7. Jesus sometimes engages with the powerful, but does so in a way that helps them to recognise and challenge their privilege. The story of Zacchaeus is a good example example.
  8. Jesus’ ministry is consistently one of bringing down the powerful and raising up the powerless – a reversal of fortunes. Mary’s Magnificat is a good sermon on this.
  9. In the new heaven and the new earth, all lives will actually matter in people’s lives experience. But in today’s society, this is not true. Today, all lives are not equal and not equally valued. And in this times, Jesus would be saying: Women’s lives matter, Children’s lives matter, Immigrant lives matter, LGBTQI lives matter, Black lives matter.

True North

Click here to listen to the audio of this 13-minute message. Or watch the YouTube video below, or read the text summary that follows.

John 15:18-19 reads,

“If the world hates you, keep in mind that it hated me first. If you belonged to the world, it would love you as its own. As it is, you do not belong to the world, but I have chosen you out of the world. That is why the world hates you.”

Jesus acknowledges that sometimes the world will hate us for our faith and teaches two things about this:

  1. He comforts us by sharing that the world hated him first, so we’re in good company, we’re not alone, we’re not the first.
  2. He explains that the world hates us because we don’t belong to the world, we don’t conform. The word ‘belong’ is what he uses in John 17:16, where he says “They are not of the world, even as I am not of it.” The Greek for ‘belong’ or ‘of’ is ‘up out of’, like a plant or a tree grows up and out of the ground. Jesus is saying that we do not come up out of the world, and that this can lead to tension with the world – that the world hates us when we speak the Truth of God.

Our capacity to speak the Truth of God requires us to have a kind of spiritual and moral compass that shows us the Truth of God. A compass that helps us discern the mind of God.

The verse just before our passage (John 15:17) reads:

This is my command: Love one another.

And this verse is the tail end of a longer passage about the vine and branches, in which Jesus calls us to ‘remain’ rooted in him and in his love (John 15:1-17). So our understanding of the world hating us is the context of loving others and remaining in the love of Christ and thus of God. This love – the command to love – is the frame around our experience of being hated by the world.

On the basis of that, I suggest two learnings about our relationship with the world and its possible hatred of us:

First, Jesus calls us to be thoughtful about HOW we speak to the world. Our words need to be saturated in the love of God. In truth, the Church has often been – and continues today often to be – hateful in the way it speaks to the world. Even if what Christians and the church says is True, it is often said in a hateful, unloving, judgemental, diminishing way. This is the not the way of Christ. Jesus was challenging and direct, but he was never hateful in the way he spoke. We need to model our way of engaging the world on Jesus.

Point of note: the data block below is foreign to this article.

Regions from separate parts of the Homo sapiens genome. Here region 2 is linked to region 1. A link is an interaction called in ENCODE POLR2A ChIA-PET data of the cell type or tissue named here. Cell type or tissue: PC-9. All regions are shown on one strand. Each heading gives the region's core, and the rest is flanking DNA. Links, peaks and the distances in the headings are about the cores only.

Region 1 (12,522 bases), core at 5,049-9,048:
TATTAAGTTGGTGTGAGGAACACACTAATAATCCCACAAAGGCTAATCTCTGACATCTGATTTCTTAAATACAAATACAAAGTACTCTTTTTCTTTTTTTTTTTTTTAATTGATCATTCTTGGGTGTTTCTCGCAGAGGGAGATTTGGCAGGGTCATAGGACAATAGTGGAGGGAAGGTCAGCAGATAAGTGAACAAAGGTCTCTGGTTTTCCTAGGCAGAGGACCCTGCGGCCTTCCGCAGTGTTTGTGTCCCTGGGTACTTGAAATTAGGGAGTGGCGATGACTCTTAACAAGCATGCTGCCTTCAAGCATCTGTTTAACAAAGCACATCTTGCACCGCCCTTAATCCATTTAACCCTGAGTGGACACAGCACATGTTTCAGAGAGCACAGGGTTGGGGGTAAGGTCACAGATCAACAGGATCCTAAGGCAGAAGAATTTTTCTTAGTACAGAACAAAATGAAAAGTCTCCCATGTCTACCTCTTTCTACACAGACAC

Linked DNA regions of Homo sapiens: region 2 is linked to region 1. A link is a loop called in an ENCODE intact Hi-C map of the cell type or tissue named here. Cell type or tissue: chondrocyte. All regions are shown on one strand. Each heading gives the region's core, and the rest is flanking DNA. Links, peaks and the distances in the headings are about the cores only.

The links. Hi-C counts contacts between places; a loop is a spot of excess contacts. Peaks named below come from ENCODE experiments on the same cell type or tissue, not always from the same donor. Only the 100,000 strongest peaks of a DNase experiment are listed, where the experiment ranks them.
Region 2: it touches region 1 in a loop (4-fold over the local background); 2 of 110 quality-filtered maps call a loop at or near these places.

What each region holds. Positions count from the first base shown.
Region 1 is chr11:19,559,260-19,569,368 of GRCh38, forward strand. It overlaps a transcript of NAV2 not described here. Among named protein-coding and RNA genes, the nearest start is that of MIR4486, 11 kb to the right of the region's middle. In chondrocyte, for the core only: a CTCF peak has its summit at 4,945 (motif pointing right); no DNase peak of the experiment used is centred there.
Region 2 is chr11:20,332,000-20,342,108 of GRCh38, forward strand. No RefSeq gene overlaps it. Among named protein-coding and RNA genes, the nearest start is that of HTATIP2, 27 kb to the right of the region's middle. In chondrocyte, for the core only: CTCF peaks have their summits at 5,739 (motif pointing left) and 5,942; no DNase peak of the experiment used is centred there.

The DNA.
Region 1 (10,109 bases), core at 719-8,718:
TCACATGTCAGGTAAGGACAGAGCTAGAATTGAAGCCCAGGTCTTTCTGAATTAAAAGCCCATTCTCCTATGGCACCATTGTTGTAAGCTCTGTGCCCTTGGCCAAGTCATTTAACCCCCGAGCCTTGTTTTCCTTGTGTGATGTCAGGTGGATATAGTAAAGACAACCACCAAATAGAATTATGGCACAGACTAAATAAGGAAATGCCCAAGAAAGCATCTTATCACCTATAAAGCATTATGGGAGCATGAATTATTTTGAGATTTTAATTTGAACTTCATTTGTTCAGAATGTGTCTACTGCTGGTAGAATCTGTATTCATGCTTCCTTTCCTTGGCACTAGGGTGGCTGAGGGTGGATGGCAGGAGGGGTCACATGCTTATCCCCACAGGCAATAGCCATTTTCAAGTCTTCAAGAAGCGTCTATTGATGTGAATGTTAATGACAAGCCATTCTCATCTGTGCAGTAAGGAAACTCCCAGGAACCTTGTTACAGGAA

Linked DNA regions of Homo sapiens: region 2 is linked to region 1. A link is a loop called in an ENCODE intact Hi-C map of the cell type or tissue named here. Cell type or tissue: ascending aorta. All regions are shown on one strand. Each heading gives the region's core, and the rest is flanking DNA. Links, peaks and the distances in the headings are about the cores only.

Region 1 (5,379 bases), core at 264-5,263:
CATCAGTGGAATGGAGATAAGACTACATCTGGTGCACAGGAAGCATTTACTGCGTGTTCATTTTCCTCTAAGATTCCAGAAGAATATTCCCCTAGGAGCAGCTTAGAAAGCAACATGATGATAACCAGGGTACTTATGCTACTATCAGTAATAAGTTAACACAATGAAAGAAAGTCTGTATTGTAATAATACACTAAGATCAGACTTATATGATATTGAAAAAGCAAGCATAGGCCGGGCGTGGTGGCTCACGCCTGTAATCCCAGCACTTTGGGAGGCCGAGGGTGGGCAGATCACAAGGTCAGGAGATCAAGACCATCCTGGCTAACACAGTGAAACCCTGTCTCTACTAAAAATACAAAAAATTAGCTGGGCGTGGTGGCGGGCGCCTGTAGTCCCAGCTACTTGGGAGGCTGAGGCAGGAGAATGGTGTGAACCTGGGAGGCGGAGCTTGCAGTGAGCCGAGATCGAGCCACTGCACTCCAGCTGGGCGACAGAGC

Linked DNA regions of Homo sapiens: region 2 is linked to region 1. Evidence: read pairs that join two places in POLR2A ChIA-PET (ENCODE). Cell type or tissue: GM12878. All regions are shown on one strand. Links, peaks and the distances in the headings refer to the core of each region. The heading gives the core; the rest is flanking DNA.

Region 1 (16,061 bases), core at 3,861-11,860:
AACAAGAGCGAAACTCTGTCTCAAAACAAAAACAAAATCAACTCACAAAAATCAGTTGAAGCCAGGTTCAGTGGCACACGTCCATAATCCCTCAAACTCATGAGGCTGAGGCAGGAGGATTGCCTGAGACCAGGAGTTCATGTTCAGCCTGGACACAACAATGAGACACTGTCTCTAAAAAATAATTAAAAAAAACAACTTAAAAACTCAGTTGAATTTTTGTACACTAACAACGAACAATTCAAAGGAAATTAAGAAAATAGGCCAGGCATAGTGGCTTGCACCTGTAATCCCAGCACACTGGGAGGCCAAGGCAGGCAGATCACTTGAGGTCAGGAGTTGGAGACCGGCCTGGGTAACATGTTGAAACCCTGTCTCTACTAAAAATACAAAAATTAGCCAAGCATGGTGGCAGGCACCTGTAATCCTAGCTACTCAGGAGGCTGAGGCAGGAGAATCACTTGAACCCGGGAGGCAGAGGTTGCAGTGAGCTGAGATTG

Second, WHAT we speak out on is also important. It is not only about how we speak, but also about what we speak. Let’s return to the metaphor of the compass. A compass points to the magnetic north, but this is not the True north. In fact, they are about 500km apart – similar, but not the same. We need to ensure that our words point to the True north, not the some off-centre north.

How do we know what to speak up for and what to speak out against? How do we know what is True? Again, we must look to Jesus. In Jesus’ ministry, he almost always spoke up for sinners and marginalised people, and out against those in power. We seldom hear Jesus speaking out against sinners and marginalised peoples. And the people Jesus usually speaks out against are the powerful – the powerful of the world and of politics and the powerful of the church.

Christians today have tended to invert this, speaking up for the rich and powerful, and against those who sin and those who are marginalised. They have lost their True North. They are not following in the way of Christ. They are not remaining in Christ and not adhering to his command to love one another.

We must go back to the Gospels and model our lives on Christ, in the ways he spoke truth to power, on the issues that he spoke up for and on the issues he spoke out against.

Jesus is our True North.

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Featured image from https://www.euro-academy.com/euroacademy-blog/2018/2/18/pujof0xh909ihjovyuusrkvzsym4pl

Love & Justice

Click here to listen the audio recording of this 12-minute message. Or watch the YouTube video below, or read the text summary after that.

Even though I emphasise God’s love as the central essence of God’s being, we see God behaving in angry, wrathful and violent ways. How are we to make sense of this? This message defines justice as follows

Justice is God’s love working to protect those who are vulnerable

As much as God stands up against those who harm God’s loved-ones, God also reaches out a hand of reconciliation, rooted in repentance and contrition. And God desires reconciliation between people, rooted in forgiveness. We call this restorative justice – love and justice.

Featured image adapted from https://metro.co.uk/2015/03/05/this-is-the-real-reason-why-people-shake-hands-5089999/